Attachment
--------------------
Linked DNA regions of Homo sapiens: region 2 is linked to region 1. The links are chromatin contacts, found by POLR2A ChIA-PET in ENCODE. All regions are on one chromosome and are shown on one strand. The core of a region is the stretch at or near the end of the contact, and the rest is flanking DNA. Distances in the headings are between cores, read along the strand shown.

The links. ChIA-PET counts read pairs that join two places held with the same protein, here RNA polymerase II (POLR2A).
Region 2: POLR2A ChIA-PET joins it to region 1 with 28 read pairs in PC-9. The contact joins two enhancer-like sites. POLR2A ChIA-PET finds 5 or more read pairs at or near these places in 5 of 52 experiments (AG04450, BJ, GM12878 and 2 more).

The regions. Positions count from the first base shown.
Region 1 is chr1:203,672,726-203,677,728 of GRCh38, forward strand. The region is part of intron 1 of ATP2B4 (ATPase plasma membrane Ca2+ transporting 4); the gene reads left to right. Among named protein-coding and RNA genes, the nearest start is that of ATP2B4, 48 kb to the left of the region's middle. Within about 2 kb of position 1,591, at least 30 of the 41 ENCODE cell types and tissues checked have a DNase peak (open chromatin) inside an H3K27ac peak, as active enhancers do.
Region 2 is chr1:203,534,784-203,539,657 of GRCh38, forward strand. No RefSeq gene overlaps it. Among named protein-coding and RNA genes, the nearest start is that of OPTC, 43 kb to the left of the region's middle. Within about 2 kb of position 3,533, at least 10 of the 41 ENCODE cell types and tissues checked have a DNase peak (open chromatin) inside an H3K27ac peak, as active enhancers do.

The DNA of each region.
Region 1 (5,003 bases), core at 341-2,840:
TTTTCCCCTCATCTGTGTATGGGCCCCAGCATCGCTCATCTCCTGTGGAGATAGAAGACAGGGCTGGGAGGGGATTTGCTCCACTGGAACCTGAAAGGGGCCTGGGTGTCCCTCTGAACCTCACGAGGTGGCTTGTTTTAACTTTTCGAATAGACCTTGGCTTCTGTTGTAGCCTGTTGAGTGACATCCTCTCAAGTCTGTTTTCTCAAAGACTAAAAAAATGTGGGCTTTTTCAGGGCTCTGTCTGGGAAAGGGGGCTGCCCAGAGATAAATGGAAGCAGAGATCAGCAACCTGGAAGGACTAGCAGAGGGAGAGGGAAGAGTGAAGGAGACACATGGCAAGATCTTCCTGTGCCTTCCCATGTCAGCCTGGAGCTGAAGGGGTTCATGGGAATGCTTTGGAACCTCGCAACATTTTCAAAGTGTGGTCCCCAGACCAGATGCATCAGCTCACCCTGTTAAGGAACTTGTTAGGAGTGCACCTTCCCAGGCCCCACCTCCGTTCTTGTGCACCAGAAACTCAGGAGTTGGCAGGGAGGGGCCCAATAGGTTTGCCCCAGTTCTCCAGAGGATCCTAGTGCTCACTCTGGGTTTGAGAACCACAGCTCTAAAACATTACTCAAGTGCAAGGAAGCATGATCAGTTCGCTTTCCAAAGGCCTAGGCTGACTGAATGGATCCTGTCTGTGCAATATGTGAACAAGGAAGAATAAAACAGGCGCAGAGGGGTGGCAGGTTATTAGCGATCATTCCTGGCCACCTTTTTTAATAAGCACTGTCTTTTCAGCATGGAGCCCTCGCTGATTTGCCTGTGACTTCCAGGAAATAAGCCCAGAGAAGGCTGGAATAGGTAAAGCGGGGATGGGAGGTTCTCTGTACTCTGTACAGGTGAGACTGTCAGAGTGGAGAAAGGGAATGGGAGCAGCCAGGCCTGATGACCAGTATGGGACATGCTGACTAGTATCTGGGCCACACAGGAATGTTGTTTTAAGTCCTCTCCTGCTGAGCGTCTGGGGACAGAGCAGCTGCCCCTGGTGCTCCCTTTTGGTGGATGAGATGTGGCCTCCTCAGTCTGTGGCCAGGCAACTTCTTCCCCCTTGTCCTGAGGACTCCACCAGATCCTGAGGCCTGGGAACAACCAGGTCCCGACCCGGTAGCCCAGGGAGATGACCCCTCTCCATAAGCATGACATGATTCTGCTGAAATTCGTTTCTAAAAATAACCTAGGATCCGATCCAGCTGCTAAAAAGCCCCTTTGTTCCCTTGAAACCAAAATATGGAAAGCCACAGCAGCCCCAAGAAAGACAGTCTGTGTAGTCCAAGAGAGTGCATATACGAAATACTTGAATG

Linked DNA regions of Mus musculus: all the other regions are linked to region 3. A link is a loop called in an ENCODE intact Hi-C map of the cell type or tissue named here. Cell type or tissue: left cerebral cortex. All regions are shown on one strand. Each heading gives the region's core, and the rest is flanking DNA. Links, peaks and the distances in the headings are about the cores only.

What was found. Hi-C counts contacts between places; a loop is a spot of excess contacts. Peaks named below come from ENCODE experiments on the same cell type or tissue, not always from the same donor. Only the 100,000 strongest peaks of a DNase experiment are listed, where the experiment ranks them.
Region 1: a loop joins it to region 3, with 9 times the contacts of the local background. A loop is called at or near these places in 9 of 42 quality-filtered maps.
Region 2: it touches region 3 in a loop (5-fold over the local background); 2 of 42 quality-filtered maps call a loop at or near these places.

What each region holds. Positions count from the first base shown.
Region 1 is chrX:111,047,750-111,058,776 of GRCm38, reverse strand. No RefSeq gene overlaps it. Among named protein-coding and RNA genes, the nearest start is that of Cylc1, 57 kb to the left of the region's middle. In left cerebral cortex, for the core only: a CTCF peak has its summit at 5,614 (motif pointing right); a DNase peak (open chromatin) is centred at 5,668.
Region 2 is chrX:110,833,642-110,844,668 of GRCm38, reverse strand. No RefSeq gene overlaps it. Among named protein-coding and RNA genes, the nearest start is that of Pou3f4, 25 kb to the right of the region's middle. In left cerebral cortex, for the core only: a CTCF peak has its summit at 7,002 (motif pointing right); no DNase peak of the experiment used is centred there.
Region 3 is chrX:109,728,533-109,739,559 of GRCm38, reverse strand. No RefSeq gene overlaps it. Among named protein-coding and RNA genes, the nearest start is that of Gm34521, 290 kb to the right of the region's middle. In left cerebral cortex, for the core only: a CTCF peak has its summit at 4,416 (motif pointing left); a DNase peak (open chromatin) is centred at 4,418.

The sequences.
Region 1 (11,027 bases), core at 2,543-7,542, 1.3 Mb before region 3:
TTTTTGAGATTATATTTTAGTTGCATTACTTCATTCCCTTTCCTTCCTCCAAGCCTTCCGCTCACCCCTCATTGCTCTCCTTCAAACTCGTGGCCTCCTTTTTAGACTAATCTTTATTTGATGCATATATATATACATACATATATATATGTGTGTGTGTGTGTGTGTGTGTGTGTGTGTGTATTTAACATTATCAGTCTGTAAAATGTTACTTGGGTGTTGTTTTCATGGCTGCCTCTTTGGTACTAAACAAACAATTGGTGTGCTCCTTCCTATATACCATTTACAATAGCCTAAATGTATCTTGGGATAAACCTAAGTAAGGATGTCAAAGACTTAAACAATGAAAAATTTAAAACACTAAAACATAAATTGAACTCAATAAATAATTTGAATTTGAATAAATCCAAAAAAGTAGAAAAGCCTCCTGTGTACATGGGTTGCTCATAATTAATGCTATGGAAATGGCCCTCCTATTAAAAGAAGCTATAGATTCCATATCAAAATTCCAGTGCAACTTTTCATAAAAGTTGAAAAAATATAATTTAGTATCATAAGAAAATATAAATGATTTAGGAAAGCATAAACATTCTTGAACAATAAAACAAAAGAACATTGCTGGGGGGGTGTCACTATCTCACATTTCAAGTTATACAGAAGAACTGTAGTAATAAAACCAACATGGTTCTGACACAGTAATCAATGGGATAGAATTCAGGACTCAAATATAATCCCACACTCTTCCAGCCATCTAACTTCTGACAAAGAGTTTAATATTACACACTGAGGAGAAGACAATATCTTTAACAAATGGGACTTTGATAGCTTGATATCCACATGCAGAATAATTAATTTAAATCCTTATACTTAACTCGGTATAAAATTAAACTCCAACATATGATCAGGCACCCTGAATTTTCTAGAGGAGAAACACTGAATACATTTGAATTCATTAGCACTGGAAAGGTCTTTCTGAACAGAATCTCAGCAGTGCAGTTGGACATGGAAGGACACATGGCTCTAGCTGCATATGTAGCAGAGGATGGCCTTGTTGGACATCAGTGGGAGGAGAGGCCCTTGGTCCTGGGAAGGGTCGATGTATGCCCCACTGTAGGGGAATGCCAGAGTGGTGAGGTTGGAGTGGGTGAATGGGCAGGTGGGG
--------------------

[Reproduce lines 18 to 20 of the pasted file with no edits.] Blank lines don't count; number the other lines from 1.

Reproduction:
The sequences.
Region 1 (11,027 bases), core at 2,543-7,542, 1.3 Mb before region 3:
TTTTTGAGATTATATTTTAGTTGCATTACTTCATTCCCTTTCCTTCCTCCAAGCCTTCCGCTCACCCCTCATTGCTCTCCTTCAAACTCGTGGCCTCCTTTTTAGACTAATCTTTATTTGATGCATATATATATACATACATATATATATGTGTGTGTGTGTGTGTGTGTGTGTGTGTGTGTATTTAACATTATCAGTCTGTAAAATGTTACTTGGGTGTTGTTTTCATGGCTGCCTCTTTGGTACTAAACAAACAATTGGTGTGCTCCTTCCTATATACCATTTACAATAGCCTAAATGTATCTTGGGATAAACCTAAGTAAGGATGTCAAAGACTTAAACAATGAAAAATTTAAAACACTAAAACATAAATTGAACTCAATAAATAATTTGAATTTGAATAAATCCAAAAAAGTAGAAAAGCCTCCTGTGTACATGGGTTGCTCATAATTAATGCTATGGAAATGGCCCTCCTATTAAAAGAAGCTATAGATTCCATATCAAAATTCCAGTGCAACTTTTCATAAAAGTTGAAAAAATATAATTTAGTATCATAAGAAAATATAAATGATTTAGGAAAGCATAAACATTCTTGAACAATAAAACAAAAGAACATTGCTGGGGGGGTGTCACTATCTCACATTTCAAGTTATACAGAAGAACTGTAGTAATAAAACCAACATGGTTCTGACACAGTAATCAATGGGATAGAATTCAGGACTCAAATATAATCCCACACTCTTCCAGCCATCTAACTTCTGACAAAGAGTTTAATATTACACACTGAGGAGAAGACAATATCTTTAACAAATGGGACTTTGATAGCTTGATATCCACATGCAGAATAATTAATTTAAATCCTTATACTTAACTCGGTATAAAATTAAACTCCAACATATGATCAGGCACCCTGAATTTTCTAGAGGAGAAACACTGAATACATTTGAATTCATTAGCACTGGAAAGGTCTTTCTGAACAGAATCTCAGCAGTGCAGTTGGACATGGAAGGACACATGGCTCTAGCTGCATATGTAGCAGAGGATGGCCTTGTTGGACATCAGTGGGAGGAGAGGCCCTTGGTCCTGGGAAGGGTCGATGTATGCCCCACTGTAGGGGAATGCCAGAGTGGTGAGGTTGGAGTGGGTGAATGGGCAGGTGGGG